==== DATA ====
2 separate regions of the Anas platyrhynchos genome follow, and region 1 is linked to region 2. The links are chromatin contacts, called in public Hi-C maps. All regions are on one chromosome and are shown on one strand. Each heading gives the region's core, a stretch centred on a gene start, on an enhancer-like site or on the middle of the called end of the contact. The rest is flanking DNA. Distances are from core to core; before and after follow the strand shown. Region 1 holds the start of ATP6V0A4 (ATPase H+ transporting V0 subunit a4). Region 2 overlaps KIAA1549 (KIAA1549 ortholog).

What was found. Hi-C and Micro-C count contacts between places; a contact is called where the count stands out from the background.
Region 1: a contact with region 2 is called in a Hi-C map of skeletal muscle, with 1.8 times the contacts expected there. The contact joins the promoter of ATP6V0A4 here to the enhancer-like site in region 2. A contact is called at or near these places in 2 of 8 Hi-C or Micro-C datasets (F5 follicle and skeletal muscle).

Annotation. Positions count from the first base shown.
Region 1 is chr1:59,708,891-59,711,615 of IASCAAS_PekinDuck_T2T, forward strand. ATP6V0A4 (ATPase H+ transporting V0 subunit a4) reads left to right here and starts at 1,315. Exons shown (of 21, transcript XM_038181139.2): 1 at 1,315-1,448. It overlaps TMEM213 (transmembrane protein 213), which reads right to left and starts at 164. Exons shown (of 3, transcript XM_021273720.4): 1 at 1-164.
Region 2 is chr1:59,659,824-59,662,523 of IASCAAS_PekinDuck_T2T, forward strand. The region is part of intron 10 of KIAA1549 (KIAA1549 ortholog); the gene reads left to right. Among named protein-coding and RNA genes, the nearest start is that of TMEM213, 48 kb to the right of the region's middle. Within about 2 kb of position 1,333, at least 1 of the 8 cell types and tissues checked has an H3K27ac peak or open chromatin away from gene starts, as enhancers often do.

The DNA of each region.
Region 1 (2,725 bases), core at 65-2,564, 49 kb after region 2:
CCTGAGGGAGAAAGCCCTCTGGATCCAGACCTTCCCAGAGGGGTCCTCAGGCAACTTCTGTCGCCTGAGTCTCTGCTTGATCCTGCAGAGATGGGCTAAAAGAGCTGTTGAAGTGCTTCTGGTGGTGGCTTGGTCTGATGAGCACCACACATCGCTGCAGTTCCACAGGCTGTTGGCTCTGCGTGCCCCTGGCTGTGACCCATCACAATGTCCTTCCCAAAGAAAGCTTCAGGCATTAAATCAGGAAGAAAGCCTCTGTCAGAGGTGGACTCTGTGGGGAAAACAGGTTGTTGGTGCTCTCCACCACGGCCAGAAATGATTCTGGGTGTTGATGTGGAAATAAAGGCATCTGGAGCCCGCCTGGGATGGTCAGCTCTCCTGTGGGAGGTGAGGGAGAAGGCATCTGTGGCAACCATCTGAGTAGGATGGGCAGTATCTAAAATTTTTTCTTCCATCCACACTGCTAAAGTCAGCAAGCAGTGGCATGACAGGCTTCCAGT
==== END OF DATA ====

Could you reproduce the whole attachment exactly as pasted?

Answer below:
2 separate regions of the Anas platyrhynchos genome follow, and region 1 is linked to region 2. The links are chromatin contacts, called in public Hi-C maps. All regions are on one chromosome and are shown on one strand. Each heading gives the region's core, a stretch centred on a gene start, on an enhancer-like site or on the middle of the called end of the contact. The rest is flanking DNA. Distances are from core to core; before and after follow the strand shown. Region 1 holds the start of ATP6V0A4 (ATPase H+ transporting V0 subunit a4). Region 2 overlaps KIAA1549 (KIAA1549 ortholog).

What was found. Hi-C and Micro-C count contacts between places; a contact is called where the count stands out from the background.
Region 1: a contact with region 2 is called in a Hi-C map of skeletal muscle, with 1.8 times the contacts expected there. The contact joins the promoter of ATP6V0A4 here to the enhancer-like site in region 2. A contact is called at or near these places in 2 of 8 Hi-C or Micro-C datasets (F5 follicle and skeletal muscle).

Annotation. Positions count from the first base shown.
Region 1 is chr1:59,708,891-59,711,615 of IASCAAS_PekinDuck_T2T, forward strand. ATP6V0A4 (ATPase H+ transporting V0 subunit a4) reads left to right here and starts at 1,315. Exons shown (of 21, transcript XM_038181139.2): 1 at 1,315-1,448. It overlaps TMEM213 (transmembrane protein 213), which reads right to left and starts at 164. Exons shown (of 3, transcript XM_021273720.4): 1 at 1-164.
Region 2 is chr1:59,659,824-59,662,523 of IASCAAS_PekinDuck_T2T, forward strand. The region is part of intron 10 of KIAA1549 (KIAA1549 ortholog); the gene reads left to right. Among named protein-coding and RNA genes, the nearest start is that of TMEM213, 48 kb to the right of the region's middle. Within about 2 kb of position 1,333, at least 1 of the 8 cell types and tissues checked has an H3K27ac peak or open chromatin away from gene starts, as enhancers often do.

The DNA of each region.
Region 1 (2,725 bases), core at 65-2,564, 49 kb after region 2:
CCTGAGGGAGAAAGCCCTCTGGATCCAGACCTTCCCAGAGGGGTCCTCAGGCAACTTCTGTCGCCTGAGTCTCTGCTTGATCCTGCAGAGATGGGCTAAAAGAGCTGTTGAAGTGCTTCTGGTGGTGGCTTGGTCTGATGAGCACCACACATCGCTGCAGTTCCACAGGCTGTTGGCTCTGCGTGCCCCTGGCTGTGACCCATCACAATGTCCTTCCCAAAGAAAGCTTCAGGCATTAAATCAGGAAGAAAGCCTCTGTCAGAGGTGGACTCTGTGGGGAAAACAGGTTGTTGGTGCTCTCCACCACGGCCAGAAATGATTCTGGGTGTTGATGTGGAAATAAAGGCATCTGGAGCCCGCCTGGGATGGTCAGCTCTCCTGTGGGAGGTGAGGGAGAAGGCATCTGTGGCAACCATCTGAGTAGGATGGGCAGTATCTAAAATTTTTTCTTCCATCCACACTGCTAAAGTCAGCAAGCAGTGGCATGACAGGCTTCCAGT